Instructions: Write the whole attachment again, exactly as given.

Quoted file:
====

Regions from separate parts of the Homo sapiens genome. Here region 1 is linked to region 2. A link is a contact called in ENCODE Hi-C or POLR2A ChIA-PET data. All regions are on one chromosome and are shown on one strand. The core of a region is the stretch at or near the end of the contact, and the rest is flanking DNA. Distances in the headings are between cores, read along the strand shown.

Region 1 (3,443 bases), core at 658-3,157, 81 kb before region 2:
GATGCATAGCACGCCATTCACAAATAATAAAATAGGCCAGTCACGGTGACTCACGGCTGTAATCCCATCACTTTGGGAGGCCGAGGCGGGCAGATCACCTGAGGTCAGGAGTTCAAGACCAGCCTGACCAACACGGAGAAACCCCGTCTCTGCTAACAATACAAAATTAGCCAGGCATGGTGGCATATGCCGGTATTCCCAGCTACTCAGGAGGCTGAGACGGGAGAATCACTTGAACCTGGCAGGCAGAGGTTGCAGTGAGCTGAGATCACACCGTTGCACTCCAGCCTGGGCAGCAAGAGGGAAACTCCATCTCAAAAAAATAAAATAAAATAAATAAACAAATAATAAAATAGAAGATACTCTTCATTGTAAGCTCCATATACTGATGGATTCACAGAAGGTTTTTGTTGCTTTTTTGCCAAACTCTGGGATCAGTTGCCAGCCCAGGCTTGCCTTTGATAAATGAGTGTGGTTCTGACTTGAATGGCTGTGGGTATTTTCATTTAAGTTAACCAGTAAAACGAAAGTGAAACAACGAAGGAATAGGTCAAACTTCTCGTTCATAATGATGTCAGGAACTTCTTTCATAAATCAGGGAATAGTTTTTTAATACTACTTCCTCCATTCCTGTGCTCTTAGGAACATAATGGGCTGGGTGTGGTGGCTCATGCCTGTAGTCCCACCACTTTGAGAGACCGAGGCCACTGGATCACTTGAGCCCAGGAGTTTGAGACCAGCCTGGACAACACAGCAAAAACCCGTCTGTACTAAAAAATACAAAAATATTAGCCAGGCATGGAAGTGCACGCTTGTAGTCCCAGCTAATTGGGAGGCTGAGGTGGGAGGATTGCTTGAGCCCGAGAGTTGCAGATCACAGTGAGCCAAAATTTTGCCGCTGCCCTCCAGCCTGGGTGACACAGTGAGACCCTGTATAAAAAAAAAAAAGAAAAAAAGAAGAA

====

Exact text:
Regions from separate parts of the Homo sapiens genome. Here region 1 is linked to region 2. A link is a contact called in ENCODE Hi-C or POLR2A ChIA-PET data. All regions are on one chromosome and are shown on one strand. The core of a region is the stretch at or near the end of the contact, and the rest is flanking DNA. Distances in the headings are between cores, read along the strand shown.

Region 1 (3,443 bases), core at 658-3,157, 81 kb before region 2:
GATGCATAGCACGCCATTCACAAATAATAAAATAGGCCAGTCACGGTGACTCACGGCTGTAATCCCATCACTTTGGGAGGCCGAGGCGGGCAGATCACCTGAGGTCAGGAGTTCAAGACCAGCCTGACCAACACGGAGAAACCCCGTCTCTGCTAACAATACAAAATTAGCCAGGCATGGTGGCATATGCCGGTATTCCCAGCTACTCAGGAGGCTGAGACGGGAGAATCACTTGAACCTGGCAGGCAGAGGTTGCAGTGAGCTGAGATCACACCGTTGCACTCCAGCCTGGGCAGCAAGAGGGAAACTCCATCTCAAAAAAATAAAATAAAATAAATAAACAAATAATAAAATAGAAGATACTCTTCATTGTAAGCTCCATATACTGATGGATTCACAGAAGGTTTTTGTTGCTTTTTTGCCAAACTCTGGGATCAGTTGCCAGCCCAGGCTTGCCTTTGATAAATGAGTGTGGTTCTGACTTGAATGGCTGTGGGTATTTTCATTTAAGTTAACCAGTAAAACGAAAGTGAAACAACGAAGGAATAGGTCAAACTTCTCGTTCATAATGATGTCAGGAACTTCTTTCATAAATCAGGGAATAGTTTTTTAATACTACTTCCTCCATTCCTGTGCTCTTAGGAACATAATGGGCTGGGTGTGGTGGCTCATGCCTGTAGTCCCACCACTTTGAGAGACCGAGGCCACTGGATCACTTGAGCCCAGGAGTTTGAGACCAGCCTGGACAACACAGCAAAAACCCGTCTGTACTAAAAAATACAAAAATATTAGCCAGGCATGGAAGTGCACGCTTGTAGTCCCAGCTAATTGGGAGGCTGAGGTGGGAGGATTGCTTGAGCCCGAGAGTTGCAGATCACAGTGAGCCAAAATTTTGCCGCTGCCCTCCAGCCTGGGTGACACAGTGAGACCCTGTATAAAAAAAAAAAAGAAAAAAAGAAGAA